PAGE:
Saturday, May 27, 2006

Bonsai at the National Arboretum

Guests in from out of town last weekend spurred us to make our first visit to the National Arboretum. The "Arb" as I must call it after having spent a few years in Ann Arbor is a phenomenal place. First, it is huge and also very accessible because you can drive around to the different places that you want to see. It is worth a day and a picnic lunch. We went to the grove of state trees, say the former east portico of the Capitol, and walked through the Bonsai Museum.

I'm fascinated by the Bonsai Museum and took a number of photos, first to capture the beauty of the trees, second to make cards with, and third to have and reflect on them.

Here's the first photo. I believe that this is the oldest bonsai tree at the museum. (I regret to report that my notetaking was remiss during the trip - I mainly had the camera so I can't report the details of the trees including the type of tree and the age, which are all recorded in the display at the museum). It is large, filling a table top, but not the size of such a huge and old tree.

This one reminds me of a tree in a forest, but of course it is in a pot on another tabletop.

Finally, this azalea is slightly past it's prime, but is still amazing. (As an aside, there is an azalea garden at the National Arboretum that had hundreds of azaleas and would be worth the trip when azaleas are in bloom - usually the last week of April and the first two weeks of May).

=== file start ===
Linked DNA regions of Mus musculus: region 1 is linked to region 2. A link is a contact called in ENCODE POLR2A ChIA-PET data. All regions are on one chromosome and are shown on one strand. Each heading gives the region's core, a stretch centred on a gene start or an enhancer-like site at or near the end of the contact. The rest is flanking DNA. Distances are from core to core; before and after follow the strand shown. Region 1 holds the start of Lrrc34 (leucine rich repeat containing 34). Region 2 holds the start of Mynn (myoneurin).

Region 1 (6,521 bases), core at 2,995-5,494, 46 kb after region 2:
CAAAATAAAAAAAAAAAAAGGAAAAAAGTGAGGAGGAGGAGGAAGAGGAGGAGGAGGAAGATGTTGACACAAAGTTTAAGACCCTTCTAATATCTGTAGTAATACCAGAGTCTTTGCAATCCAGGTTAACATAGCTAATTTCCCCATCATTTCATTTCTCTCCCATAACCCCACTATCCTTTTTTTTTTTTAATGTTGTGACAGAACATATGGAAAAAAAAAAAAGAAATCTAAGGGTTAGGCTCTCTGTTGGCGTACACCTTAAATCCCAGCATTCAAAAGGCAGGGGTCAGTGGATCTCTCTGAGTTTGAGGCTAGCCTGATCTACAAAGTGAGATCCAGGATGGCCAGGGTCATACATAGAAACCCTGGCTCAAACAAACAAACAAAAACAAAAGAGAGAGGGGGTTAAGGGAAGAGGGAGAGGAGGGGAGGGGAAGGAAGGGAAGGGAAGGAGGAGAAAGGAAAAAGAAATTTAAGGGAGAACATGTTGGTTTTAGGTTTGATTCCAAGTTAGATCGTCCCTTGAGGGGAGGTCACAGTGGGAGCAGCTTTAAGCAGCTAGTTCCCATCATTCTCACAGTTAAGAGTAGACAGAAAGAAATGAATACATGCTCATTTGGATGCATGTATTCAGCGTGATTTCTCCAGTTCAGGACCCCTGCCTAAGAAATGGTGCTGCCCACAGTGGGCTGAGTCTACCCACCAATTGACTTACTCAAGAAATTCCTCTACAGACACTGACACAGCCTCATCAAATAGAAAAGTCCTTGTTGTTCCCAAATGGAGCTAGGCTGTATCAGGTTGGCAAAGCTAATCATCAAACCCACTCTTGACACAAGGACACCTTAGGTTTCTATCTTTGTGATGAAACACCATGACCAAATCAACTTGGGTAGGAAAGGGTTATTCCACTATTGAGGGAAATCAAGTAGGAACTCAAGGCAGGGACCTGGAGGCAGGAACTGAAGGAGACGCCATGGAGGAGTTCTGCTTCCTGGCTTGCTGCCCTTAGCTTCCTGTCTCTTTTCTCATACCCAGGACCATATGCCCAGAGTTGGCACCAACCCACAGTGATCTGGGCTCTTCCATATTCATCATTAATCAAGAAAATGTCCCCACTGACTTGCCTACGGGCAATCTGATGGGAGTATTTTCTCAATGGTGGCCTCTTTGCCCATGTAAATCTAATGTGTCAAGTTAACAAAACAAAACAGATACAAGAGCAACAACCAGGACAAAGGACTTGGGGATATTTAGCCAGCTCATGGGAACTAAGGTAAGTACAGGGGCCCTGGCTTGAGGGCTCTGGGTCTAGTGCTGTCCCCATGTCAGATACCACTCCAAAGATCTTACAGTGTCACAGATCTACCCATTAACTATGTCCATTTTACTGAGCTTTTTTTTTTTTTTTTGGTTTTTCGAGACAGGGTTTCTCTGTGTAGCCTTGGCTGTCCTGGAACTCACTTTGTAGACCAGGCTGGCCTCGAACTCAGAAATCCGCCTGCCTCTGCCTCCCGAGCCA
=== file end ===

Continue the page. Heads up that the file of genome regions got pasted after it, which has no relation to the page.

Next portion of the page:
What interests me most about the Bonsai, I think, is the discipline and commitment. I understand that they must be trimmed initially daily to train them to grow and to be small. It makes me wonder, what am I making a daily commitment to like that? And then to realize that the purpose of the tree is to grow something beautiful in a small and cultivated way. What drives people to make that commitment? What if someone growing one of these trees for say twenty or thirty years then dies? Do people carry it on? What is the purpose of all of this? (I've been feeling very existential lately.) I think that I'm attracted to these trees because they obliquely answer that question: what is the purpose of all of this?


Elizabeth said...

another take on the art of bonsai...

A Work of Artifice
by Marge Piercy

The bonsai tree
in the attractive pot
could have grown eighty feet tall
on the side of a mountain
till split by lightning.
But a gardener
carefully pruned it.
It is nine inches high.
Every day as he
whittles back the branches
the gardener croons,
It is your nature
to be small and cozy,
domestic and weak;
how lucky, little tree,
to have a pot to grow in.
With living creatures
one must begin very early
to dwarf their growth:
the bound feet,
the crippled brain,
the hair in curlers,
the hands you
love to touch. [1973]

Julie R. Enszer said...

Yes! Yes! I have to say prior to seeing the bonsai at the National Arboretum that is exactly how I felt. I know that I could not ever engage in the daily discipline required of bonsai, nor would I want to. I eschew altering nature like this with my own hand, but when I see the work of others, I can appreciate it. The daily devotion to creating something deemed beautiful. Not unlike writing poetry.